Paper is the skin and soul of a book. Texture, color and pliability. Often the greatest challenge is determining which to paper to use and how it will convey the proper mood. Fortunately, the variety of papers available are not lacking. Handmade paper is available in huge varieties from extremely thin and light to bark and cork paper. The key, then, is to find a source for good paper. If you have never seen handmade papers, you must find a store which offers such papers. Consult the resources page for resources on paper and other art supplies.
Binding may appear as an after thought to those not familiar with bookart, but it is binding which gives the story its freedom of expression. It is, quite literally, how the story unfolds. And binding need not be complex to convey the message.
A piece of paper folded in half is a book. A page front, when turned over, becomes the back of the page. A book continually changes how it lets you view itself.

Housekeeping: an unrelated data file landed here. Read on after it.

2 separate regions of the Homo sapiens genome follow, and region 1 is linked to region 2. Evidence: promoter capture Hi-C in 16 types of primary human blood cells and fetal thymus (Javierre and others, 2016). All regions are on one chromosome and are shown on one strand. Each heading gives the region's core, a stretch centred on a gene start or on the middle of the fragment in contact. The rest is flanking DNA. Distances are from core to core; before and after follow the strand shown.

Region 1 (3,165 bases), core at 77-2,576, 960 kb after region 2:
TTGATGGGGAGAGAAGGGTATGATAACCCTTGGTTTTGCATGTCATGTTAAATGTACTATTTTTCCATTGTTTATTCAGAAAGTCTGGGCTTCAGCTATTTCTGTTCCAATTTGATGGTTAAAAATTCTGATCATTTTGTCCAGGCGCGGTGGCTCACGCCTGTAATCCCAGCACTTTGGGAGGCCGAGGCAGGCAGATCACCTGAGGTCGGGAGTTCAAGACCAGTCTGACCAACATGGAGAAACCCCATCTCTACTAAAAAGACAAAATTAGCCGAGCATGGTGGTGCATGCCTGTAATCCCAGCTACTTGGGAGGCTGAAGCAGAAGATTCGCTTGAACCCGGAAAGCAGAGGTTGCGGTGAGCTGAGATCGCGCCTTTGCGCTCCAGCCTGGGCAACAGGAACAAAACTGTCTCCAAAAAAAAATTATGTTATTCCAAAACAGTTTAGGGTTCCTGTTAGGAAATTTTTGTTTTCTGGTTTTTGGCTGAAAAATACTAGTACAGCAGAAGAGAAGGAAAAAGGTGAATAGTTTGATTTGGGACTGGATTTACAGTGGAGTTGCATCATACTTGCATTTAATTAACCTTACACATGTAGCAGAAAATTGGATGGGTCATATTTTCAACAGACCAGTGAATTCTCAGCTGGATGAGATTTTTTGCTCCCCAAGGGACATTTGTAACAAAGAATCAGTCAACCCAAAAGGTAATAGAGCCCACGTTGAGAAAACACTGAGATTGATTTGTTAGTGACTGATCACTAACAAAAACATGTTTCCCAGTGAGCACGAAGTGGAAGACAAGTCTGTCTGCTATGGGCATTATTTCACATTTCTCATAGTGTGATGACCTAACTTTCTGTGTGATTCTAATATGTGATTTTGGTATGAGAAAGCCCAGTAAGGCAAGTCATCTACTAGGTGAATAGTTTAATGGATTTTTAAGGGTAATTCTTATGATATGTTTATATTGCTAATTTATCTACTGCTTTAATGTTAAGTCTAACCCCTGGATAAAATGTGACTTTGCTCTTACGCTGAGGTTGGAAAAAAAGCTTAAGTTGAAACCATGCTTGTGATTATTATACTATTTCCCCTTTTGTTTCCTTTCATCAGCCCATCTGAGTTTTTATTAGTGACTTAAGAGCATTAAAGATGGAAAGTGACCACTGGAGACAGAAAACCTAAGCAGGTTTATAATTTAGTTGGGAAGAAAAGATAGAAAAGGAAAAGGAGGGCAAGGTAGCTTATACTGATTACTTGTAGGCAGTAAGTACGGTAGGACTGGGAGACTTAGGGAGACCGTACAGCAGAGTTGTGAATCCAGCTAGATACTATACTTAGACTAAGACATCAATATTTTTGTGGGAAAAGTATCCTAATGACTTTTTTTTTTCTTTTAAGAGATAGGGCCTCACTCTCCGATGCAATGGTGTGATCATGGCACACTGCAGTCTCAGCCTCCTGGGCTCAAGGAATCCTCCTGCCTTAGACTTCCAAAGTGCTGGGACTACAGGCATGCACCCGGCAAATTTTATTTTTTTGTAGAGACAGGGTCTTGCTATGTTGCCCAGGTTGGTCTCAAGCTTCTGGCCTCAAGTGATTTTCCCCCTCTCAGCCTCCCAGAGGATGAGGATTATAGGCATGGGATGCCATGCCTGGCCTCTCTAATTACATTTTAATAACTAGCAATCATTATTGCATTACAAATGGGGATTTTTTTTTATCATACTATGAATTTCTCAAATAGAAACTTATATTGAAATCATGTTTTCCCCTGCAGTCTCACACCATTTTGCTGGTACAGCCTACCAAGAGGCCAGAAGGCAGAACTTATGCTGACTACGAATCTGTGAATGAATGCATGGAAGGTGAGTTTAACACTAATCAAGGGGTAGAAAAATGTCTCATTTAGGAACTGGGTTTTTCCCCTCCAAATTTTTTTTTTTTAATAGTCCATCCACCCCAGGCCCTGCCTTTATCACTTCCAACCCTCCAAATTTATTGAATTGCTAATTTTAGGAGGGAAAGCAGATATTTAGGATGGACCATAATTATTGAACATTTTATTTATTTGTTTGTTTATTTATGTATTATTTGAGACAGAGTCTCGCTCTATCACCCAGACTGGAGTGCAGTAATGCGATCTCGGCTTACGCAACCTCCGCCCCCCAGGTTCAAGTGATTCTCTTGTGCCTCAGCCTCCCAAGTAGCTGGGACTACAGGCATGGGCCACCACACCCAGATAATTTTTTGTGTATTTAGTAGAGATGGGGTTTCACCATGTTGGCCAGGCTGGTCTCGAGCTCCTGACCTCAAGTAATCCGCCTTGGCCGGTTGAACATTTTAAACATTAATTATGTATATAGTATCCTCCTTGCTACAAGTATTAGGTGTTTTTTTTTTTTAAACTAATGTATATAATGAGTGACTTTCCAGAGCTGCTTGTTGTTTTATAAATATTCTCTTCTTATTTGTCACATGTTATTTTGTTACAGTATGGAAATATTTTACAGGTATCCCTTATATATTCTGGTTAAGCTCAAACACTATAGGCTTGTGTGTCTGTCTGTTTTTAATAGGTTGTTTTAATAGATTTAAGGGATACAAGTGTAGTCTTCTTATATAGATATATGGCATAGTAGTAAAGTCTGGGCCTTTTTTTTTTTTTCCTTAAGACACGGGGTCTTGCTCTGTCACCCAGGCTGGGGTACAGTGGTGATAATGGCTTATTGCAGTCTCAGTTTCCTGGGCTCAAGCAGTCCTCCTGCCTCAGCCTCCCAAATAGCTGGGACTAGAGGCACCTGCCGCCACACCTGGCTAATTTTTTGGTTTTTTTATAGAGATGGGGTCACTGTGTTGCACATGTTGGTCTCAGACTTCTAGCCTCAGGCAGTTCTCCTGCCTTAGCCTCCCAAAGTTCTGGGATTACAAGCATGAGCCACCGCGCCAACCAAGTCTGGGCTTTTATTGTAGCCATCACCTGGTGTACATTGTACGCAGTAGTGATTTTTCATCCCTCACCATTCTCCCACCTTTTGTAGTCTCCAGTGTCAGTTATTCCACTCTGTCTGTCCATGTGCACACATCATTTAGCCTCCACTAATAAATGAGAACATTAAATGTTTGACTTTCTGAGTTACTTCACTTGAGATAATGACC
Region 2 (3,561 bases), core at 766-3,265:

Few people have witnessed the joy of unfolding an accordian book, flipping a dos-a-dos to its other side and viewing a new book within the same book. Pleated spines offer portions of the front of several sections to be exposed simultaneously. Books fold out, fold up, expand and are limited only by the artists imagination.
When you view a handmade book, consider why the artist choose the binding for that book. Binding is never considered after the pages are complete. The binding allows you the reader to experience all or part of a page at a certain time, and for good reason. Binding is the telling of the story, at the story's pace.